Cork City Council has published a new "size matters" video today in a bid to explain the scale of the proposed city boundary extension, writes Eoin English.
It comes just days after Cork County Council threatened the local government minister with legal action if he pushes ahead with the controversial extension proposed by the Mackinnon group.
The short animation, which says 'Size matters when it comes to cities', was launched on its various social media platforms this morning ahead of another meeting tomorrow of the group set up by Minister Eoghan Murphy to implement the Mackinnon recommendations on local government reform in the region.
The proposed city boundary extension, to include Cork Airport, Ballincollig, Blarney, Glanmire, and Carrigtwohill, has sparked most controversy.
The city council has engaged in the implementation process, but the county council remains steadfastly opposed to the scale of the extension.
It called on Monday for mediation and gave Minister Murphy until midday next Monday to engage a mediator, or face possible legal action to block the Mackinnon process.
The new video, commissioned by City Hall, says the city measured around 11sq kms in 1840, had grown to 14sq kms by 1955 and to nearly 40sq kms by 1965 - the last time the city boundary was formally extended.
In the last half century, it says the city and urban areas grew beyond the city's formal boundary and that by 2011, the CSO was describing Cork city and suburbs as 164.5 sq kms, even though officially the city was only a quarter that size.
"Clearly our city boundary was completely out of date," it says.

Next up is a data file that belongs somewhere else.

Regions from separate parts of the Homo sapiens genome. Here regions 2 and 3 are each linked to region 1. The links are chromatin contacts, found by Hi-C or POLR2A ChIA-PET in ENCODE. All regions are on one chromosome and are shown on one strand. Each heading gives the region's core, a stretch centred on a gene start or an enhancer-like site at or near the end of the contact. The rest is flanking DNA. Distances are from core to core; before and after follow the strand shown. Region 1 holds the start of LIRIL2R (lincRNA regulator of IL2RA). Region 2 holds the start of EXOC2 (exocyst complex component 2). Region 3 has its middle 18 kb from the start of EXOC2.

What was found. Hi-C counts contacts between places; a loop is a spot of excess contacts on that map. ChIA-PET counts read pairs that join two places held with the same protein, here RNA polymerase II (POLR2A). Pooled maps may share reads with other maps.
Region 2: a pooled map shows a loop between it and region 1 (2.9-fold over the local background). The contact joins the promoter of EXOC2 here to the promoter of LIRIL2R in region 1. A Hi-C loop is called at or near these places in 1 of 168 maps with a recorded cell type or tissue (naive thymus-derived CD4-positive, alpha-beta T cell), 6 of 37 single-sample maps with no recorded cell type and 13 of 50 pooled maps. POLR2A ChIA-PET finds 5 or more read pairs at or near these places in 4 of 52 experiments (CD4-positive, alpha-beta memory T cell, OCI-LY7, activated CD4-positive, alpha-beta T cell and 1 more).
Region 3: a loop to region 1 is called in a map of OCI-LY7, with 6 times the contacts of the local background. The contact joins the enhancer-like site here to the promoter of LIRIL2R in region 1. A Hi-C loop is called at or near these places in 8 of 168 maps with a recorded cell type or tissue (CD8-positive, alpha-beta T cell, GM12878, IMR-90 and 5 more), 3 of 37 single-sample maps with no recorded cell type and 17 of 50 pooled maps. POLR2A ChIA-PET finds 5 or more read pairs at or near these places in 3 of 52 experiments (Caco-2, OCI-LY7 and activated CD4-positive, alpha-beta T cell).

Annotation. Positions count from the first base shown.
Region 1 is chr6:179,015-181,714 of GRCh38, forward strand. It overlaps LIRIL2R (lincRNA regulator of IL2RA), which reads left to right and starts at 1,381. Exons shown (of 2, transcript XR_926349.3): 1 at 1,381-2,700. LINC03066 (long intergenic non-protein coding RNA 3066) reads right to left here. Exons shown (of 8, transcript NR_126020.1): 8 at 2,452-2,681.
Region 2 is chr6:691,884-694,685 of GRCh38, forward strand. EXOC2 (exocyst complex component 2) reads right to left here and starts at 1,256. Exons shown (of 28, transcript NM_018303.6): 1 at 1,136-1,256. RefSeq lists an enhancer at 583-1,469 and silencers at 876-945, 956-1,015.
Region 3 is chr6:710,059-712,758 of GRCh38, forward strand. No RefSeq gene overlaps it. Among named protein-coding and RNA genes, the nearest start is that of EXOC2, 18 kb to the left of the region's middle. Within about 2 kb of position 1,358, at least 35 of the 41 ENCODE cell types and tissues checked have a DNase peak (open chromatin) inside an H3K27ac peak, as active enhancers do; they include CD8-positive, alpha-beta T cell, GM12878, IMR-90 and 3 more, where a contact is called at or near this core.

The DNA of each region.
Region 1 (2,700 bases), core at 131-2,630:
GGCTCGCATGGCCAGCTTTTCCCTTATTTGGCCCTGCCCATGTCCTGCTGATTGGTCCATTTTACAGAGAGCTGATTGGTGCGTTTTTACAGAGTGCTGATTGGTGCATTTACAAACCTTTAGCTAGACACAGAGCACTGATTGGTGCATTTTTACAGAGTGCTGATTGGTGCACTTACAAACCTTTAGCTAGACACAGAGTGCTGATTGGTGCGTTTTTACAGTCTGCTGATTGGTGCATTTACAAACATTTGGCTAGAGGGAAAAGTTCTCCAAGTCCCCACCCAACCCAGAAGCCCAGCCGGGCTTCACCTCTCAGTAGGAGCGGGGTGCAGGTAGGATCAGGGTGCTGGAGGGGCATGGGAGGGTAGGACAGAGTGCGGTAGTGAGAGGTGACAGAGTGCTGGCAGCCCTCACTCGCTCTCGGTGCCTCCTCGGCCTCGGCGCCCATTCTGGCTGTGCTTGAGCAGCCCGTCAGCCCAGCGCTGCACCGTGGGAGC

The Mackinnon report, which was commissioned after the controversial Smiddy report was shelved, recommended early this year that the city be extended to 296sq kms.
The video uses animation to show how the existing city boundary area sits alongside on adjoining land in the county which Cork County Council has zoned for development over the next five to 10 years, which is has designated as reserve development land for the next 10 to 30 years, and the expected areas of urban Cork by 2050.
The video then shows how the Mackinnon line broadly encompasses those areas.
"Best practice internationally shows us that this size of development should be overseen by one urban authority - well that's us," the video says.
"This isn't about Cork 2017 - it's about Cork 2050. If we want to attract more international investment, we need to become a city of European city of scale."
It says that concerns about such large-scale change can lead to false information and rumours spreading - and it rejects suggestions that a boundary extension will lead to rates increases, a reduction in services, or hikes in car and house insurances premium.